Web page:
Basketball Coaching Styles: Finding Your Style as a Coach

Basketball Competition Drills for Coaches

There are many basketball coaches who have had success in the game with a variety of different basketball coaching styles. So, when it comes to finding your coaching style, there are a few things to consider, and this article will help you better determine what style would work best for you. From coaching musts to building team chemistry, this article will cover a wide range of topics that will allow you to better determine the type of coach that you want to be and your personal coaching style.


15 Critical Basketball Coaching Musts


15 Critical Basketball Coaching Musts

This basketball coaching article was written by University of Pikeville Head Coach Kelly Wells.


Coaching basketball, or really any sport, is a profession that requires a life long pursuit of excellence. The best coaches are always looking for ways to better themselves so that they can better challenge and encourage those around them. Here are 15 basketball coaching musts that I have gathered over the years of coaching and believe will help you on your coaching journey.


Hire GREAT Basketball Coaches Who are GREAT People

  • You will only be as good as those that you surround yourself with daily. You need to have basketball coaches and people around you who challenge you to be at your best and strive to better themselves.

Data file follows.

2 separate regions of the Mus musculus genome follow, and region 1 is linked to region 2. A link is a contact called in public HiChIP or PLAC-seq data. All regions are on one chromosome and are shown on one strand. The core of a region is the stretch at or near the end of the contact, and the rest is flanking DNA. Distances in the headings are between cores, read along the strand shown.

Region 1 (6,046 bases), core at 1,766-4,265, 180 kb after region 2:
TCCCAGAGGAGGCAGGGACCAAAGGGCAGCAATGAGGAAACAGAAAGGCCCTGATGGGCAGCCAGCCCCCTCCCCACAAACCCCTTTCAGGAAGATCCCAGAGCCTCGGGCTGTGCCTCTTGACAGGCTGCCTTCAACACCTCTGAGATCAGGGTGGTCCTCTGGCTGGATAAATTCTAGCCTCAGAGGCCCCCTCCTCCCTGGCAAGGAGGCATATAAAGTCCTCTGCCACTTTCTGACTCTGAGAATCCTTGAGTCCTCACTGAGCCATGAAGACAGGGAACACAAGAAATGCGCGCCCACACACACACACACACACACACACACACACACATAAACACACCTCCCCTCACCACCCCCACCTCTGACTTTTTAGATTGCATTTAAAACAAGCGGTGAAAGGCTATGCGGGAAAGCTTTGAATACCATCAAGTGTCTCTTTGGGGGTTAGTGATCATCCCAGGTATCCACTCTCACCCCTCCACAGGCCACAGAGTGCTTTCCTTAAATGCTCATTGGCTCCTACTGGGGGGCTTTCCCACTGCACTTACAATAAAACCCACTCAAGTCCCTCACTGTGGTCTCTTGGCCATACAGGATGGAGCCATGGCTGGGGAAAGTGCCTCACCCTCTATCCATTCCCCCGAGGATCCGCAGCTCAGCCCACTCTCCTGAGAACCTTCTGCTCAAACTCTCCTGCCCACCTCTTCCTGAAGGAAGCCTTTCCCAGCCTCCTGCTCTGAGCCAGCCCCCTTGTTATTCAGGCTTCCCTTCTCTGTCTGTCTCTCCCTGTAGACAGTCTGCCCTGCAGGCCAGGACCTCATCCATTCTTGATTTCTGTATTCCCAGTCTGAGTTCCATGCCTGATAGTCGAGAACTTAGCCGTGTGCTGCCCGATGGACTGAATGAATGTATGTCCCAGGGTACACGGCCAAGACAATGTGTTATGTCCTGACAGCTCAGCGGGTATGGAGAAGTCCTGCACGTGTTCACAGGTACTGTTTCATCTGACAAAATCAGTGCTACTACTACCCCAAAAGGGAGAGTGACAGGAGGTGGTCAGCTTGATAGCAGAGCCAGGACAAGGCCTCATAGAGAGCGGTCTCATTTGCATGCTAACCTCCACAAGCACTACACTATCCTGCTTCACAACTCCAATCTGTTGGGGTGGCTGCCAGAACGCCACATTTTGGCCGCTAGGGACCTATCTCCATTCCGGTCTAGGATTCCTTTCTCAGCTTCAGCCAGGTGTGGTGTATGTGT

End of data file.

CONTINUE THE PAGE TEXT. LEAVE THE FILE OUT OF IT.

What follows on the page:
• Genuinely good people are the best to be around, and the way they carry themselves will rub off on whoever they are around. This is also true if you are around people who are not good!


Put your FAMILY and GOD Ahead of Basketball

  • Never sacrifice time with your family and time with GOD. You are in charge of your 24 hours per day and where you spend your time shows your commitment. There are times your family time and church time will suffer, but your family and church should never lose out! Technology is your friend with communication (facetime, text, calls, social media), so take advantage of it.


Be a Life-Long Learner

  • Coaches must be coachable too! Podcasts, clinics, basketball coaching articles, watching another team’s practice, calling mentors, etc., are great ways to continue learning and inexpensive with savvy planning.
  • Players change, and it is the coach’s job to have core values that represent these changes without changing your core values.


Exceptional Work Ethic